In Search of Better Stories

Marathon Magic

     This past weekend, Vancouver hosted the BMO Marathon.

     Thousands of runners fill up our streets for twenty-six miles of grit, effort and determination. Thousands more line those streets to cheer them on. I am among them. My first responsibility is to cheer on my son. At fifteen, he’s already tackling his third marathon. I am proud of him, but as hundreds of runners rumble, race, limp, and amble by, I feel a sense of pride in them all. A sudden compulsion overcomes me. I cannot remain passive. I start to clap and cheer. I make eye contact, pointing out individual runners and calling their names (which are conveniently inscribed on their race bibs). When a runner, grim-faced and focused, hears me call their name or sees me looking at them, urging them on, a stunning transformation happens. Hard features melt into bright smiles and happy eyes. Their pace quickens. The encouragement acts like a boost thruster in a video game. The athletes gulp down my words. Magically, words are liquified and turned into performance-enhancing energy drinks! 

      Their grateful reception of my encouragement rebounds back in my direction, producing a joy-infusing dopamine hit of my own. Before I realize what’s happening, I take this thrill-inducing transaction to a whole new level. 

I stick out my hand. 

     The hand acts like the strongest magnet I have ever seen. Almost immediately, hundreds of runners are swept up in an irresistible gravitational pull towards my outstretched appendage. 

     Intuitively, the athletes know that their gruelling run will be a little easier if some helpful human touch can be incorporated into their race.  Big, strong men whack my hand, jarring my shoulder and wrist; other, more dainty runners chose a light touch as they bound by. Passionate runners wrestling with pain and discomfort opt for a quick squeeze. Comedic participants wind up like they are going to dislocate my elbow, only to withdraw force at the last possible second, barely grazing my skin and laughing as they roar by. Men and women, big and small, all humanity in its vast diversity and uniqueness, craves this happiness hit that magically comes from encouraging words and helpful touches.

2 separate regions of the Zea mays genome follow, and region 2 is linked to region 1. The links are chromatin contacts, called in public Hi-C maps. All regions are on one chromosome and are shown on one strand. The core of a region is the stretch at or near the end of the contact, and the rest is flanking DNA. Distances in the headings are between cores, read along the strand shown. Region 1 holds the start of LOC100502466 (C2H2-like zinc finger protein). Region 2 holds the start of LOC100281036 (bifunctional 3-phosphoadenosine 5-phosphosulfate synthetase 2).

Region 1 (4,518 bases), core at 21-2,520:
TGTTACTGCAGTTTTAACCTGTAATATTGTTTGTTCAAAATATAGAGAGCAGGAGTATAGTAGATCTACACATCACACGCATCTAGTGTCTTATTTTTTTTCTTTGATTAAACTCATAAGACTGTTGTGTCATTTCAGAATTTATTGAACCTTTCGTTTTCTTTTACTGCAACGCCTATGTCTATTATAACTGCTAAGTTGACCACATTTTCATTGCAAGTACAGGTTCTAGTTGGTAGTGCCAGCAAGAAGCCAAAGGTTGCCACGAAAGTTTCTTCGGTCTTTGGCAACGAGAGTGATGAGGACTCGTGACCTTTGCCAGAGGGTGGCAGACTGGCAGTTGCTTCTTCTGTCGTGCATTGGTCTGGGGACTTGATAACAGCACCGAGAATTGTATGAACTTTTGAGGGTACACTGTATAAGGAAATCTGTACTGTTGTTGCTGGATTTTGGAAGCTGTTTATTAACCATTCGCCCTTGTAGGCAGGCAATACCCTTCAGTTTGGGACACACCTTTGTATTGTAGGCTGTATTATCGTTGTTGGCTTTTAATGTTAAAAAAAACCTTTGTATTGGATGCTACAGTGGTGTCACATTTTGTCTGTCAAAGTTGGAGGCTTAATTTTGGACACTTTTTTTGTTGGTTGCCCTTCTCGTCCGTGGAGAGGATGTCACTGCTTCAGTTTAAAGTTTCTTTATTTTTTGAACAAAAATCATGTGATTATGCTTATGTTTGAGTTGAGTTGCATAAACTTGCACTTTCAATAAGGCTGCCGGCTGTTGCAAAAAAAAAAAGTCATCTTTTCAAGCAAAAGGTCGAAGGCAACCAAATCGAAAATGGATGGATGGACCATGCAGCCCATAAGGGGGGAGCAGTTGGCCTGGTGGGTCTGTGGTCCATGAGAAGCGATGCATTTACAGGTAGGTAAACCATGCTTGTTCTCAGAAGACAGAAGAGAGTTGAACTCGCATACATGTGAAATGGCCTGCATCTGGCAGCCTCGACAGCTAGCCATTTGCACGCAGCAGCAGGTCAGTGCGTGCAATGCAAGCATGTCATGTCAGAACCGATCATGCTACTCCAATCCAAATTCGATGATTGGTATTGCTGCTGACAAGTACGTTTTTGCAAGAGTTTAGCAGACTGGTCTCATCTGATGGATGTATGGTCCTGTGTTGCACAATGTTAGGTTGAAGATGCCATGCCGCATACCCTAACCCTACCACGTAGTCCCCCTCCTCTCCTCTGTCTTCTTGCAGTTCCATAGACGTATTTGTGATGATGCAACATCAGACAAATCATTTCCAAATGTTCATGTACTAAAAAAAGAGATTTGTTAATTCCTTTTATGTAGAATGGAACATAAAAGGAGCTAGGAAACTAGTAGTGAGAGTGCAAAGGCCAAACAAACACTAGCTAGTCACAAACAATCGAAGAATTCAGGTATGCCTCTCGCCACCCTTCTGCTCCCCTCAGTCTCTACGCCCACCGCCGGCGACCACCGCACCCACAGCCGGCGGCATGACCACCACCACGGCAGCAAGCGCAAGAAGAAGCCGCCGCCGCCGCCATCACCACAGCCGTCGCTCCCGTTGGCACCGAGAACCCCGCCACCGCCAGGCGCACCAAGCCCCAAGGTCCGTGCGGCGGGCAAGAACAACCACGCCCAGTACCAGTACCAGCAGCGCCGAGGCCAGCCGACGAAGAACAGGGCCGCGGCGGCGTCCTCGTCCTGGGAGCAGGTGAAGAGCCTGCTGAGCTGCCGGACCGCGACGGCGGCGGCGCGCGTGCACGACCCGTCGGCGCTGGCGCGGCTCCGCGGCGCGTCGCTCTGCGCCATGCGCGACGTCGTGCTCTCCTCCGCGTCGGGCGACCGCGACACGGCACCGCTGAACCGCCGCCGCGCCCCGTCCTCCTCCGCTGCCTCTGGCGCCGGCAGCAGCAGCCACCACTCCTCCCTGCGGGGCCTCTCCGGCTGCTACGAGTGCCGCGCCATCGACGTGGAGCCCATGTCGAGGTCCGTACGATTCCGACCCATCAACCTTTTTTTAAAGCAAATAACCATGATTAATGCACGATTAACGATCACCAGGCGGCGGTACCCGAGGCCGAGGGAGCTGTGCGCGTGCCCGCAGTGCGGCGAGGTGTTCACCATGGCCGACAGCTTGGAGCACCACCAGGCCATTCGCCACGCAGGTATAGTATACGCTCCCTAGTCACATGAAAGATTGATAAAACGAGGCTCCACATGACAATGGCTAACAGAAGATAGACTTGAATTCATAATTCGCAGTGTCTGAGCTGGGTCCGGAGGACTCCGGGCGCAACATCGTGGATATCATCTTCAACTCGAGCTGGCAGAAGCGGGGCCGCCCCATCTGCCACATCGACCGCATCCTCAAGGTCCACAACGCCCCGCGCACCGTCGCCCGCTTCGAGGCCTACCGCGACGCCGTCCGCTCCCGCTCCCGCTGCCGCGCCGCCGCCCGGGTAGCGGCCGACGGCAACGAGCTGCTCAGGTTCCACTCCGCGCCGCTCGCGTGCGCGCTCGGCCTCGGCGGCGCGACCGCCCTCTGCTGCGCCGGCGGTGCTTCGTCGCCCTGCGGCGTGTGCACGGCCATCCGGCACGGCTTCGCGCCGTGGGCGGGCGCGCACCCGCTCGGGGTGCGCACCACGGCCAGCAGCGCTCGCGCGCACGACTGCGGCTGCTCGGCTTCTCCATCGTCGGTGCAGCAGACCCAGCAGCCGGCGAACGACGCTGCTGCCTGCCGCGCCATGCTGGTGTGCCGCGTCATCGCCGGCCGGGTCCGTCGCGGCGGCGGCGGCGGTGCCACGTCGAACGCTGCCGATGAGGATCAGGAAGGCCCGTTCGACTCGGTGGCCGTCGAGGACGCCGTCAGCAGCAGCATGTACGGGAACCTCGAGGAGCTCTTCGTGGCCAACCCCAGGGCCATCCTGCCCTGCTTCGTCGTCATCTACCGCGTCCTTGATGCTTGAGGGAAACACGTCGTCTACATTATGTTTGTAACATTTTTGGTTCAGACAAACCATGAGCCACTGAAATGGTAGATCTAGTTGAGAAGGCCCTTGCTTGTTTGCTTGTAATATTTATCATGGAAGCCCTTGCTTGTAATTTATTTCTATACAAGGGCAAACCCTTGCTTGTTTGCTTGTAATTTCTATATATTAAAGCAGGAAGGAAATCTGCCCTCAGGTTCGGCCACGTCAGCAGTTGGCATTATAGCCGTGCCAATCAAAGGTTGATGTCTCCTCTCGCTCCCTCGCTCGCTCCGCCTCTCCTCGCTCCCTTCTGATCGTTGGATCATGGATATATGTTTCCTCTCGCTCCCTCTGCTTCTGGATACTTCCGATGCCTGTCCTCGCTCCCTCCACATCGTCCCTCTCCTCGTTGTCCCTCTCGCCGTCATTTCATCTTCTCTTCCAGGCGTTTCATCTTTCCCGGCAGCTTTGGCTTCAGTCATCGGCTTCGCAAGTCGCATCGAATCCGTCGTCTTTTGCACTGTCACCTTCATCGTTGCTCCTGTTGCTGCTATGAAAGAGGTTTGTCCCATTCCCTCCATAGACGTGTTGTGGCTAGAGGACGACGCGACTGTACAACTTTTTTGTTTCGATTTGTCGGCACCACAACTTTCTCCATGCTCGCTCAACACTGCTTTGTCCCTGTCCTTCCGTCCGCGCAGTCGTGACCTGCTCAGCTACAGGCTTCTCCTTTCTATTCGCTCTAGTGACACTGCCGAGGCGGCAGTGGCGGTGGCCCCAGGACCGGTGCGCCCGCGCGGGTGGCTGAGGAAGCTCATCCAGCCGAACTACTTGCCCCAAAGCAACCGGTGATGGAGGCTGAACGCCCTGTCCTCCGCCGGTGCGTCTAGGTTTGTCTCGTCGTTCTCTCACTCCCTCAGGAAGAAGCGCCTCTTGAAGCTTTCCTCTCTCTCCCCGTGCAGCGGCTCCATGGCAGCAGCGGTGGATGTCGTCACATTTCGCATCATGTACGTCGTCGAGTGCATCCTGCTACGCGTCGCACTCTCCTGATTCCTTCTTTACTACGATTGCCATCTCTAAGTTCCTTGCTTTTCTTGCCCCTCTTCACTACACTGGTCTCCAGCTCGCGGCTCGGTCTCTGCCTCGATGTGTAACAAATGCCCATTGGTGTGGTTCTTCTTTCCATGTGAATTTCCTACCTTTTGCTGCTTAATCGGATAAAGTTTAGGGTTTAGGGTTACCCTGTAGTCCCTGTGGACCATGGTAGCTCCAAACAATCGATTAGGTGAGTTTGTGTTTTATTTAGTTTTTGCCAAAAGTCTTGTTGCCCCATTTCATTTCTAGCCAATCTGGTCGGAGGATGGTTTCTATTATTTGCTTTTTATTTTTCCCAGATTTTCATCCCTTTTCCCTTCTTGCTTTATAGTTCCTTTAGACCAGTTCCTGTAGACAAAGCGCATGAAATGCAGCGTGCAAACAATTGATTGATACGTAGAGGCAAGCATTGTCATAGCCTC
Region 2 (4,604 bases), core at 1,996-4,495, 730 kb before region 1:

Soon, my son comes swiftly by.  We cheer and scream and high-five him. The jolt from that connection shoots him forward with renewed vigour like everyone else. He finishes the race, joy on his face, hands raised to the heavens. He’s set a new personal best, thanks in no small part to the thousands and thousands of people who have cheered and high-fived him onward to the finish line. 

     We all need encouraging words and touches, especially when doing hard things. To see someone struggling, to speak a word of encouragement, and to offer supportive touch are three of the best gifts we humans can give each other. 

     Enjoy the video below, which captures visually a little of what I’ve been talking about. 

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3 Responses

  1. Dennis, I LOVE this little story. You are simply the best dad and mom ever. You are so supportive of your beautiful kids. Well done. Haven’t seen you for ages. Hope all is well. Junie

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